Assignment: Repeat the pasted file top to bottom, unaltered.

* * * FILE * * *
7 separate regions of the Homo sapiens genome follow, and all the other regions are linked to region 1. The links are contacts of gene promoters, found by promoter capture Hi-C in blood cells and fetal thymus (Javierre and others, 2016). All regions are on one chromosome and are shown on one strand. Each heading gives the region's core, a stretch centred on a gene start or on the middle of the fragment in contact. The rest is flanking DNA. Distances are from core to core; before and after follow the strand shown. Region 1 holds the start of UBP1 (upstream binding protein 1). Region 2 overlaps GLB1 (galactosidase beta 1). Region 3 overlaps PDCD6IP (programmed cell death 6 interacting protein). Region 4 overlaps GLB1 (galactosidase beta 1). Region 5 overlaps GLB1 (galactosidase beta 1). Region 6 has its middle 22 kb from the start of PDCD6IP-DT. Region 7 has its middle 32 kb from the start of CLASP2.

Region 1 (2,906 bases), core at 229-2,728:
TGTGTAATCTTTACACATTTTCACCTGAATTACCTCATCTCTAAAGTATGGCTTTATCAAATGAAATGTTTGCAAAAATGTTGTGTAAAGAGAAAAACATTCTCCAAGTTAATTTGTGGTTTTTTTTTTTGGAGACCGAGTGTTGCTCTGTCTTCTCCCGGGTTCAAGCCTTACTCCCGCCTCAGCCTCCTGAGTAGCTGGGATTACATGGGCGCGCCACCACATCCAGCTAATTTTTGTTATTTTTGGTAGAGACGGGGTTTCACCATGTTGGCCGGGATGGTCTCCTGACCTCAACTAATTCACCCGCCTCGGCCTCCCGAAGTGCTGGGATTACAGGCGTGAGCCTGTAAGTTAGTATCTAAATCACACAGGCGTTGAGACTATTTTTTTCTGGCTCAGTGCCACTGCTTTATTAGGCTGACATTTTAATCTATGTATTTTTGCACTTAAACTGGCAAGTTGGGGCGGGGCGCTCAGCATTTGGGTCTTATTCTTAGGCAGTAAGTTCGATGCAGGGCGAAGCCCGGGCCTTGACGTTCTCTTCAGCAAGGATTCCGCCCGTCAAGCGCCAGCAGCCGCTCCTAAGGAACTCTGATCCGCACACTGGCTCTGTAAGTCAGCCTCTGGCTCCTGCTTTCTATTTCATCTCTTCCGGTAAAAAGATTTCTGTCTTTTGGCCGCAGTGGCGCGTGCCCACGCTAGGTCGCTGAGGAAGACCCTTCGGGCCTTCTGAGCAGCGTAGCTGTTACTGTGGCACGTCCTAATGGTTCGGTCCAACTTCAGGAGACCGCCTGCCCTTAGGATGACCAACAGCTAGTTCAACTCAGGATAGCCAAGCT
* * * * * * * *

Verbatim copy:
7 separate regions of the Homo sapiens genome follow, and all the other regions are linked to region 1. The links are contacts of gene promoters, found by promoter capture Hi-C in blood cells and fetal thymus (Javierre and others, 2016). All regions are on one chromosome and are shown on one strand. Each heading gives the region's core, a stretch centred on a gene start or on the middle of the fragment in contact. The rest is flanking DNA. Distances are from core to core; before and after follow the strand shown. Region 1 holds the start of UBP1 (upstream binding protein 1). Region 2 overlaps GLB1 (galactosidase beta 1). Region 3 overlaps PDCD6IP (programmed cell death 6 interacting protein). Region 4 overlaps GLB1 (galactosidase beta 1). Region 5 overlaps GLB1 (galactosidase beta 1). Region 6 has its middle 22 kb from the start of PDCD6IP-DT. Region 7 has its middle 32 kb from the start of CLASP2.

Region 1 (2,906 bases), core at 229-2,728:
TGTGTAATCTTTACACATTTTCACCTGAATTACCTCATCTCTAAAGTATGGCTTTATCAAATGAAATGTTTGCAAAAATGTTGTGTAAAGAGAAAAACATTCTCCAAGTTAATTTGTGGTTTTTTTTTTTGGAGACCGAGTGTTGCTCTGTCTTCTCCCGGGTTCAAGCCTTACTCCCGCCTCAGCCTCCTGAGTAGCTGGGATTACATGGGCGCGCCACCACATCCAGCTAATTTTTGTTATTTTTGGTAGAGACGGGGTTTCACCATGTTGGCCGGGATGGTCTCCTGACCTCAACTAATTCACCCGCCTCGGCCTCCCGAAGTGCTGGGATTACAGGCGTGAGCCTGTAAGTTAGTATCTAAATCACACAGGCGTTGAGACTATTTTTTTCTGGCTCAGTGCCACTGCTTTATTAGGCTGACATTTTAATCTATGTATTTTTGCACTTAAACTGGCAAGTTGGGGCGGGGCGCTCAGCATTTGGGTCTTATTCTTAGGCAGTAAGTTCGATGCAGGGCGAAGCCCGGGCCTTGACGTTCTCTTCAGCAAGGATTCCGCCCGTCAAGCGCCAGCAGCCGCTCCTAAGGAACTCTGATCCGCACACTGGCTCTGTAAGTCAGCCTCTGGCTCCTGCTTTCTATTTCATCTCTTCCGGTAAAAAGATTTCTGTCTTTTGGCCGCAGTGGCGCGTGCCCACGCTAGGTCGCTGAGGAAGACCCTTCGGGCCTTCTGAGCAGCGTAGCTGTTACTGTGGCACGTCCTAATGGTTCGGTCCAACTTCAGGAGACCGCCTGCCCTTAGGATGACCAACAGCTAGTTCAACTCAGGATAGCCAAGCT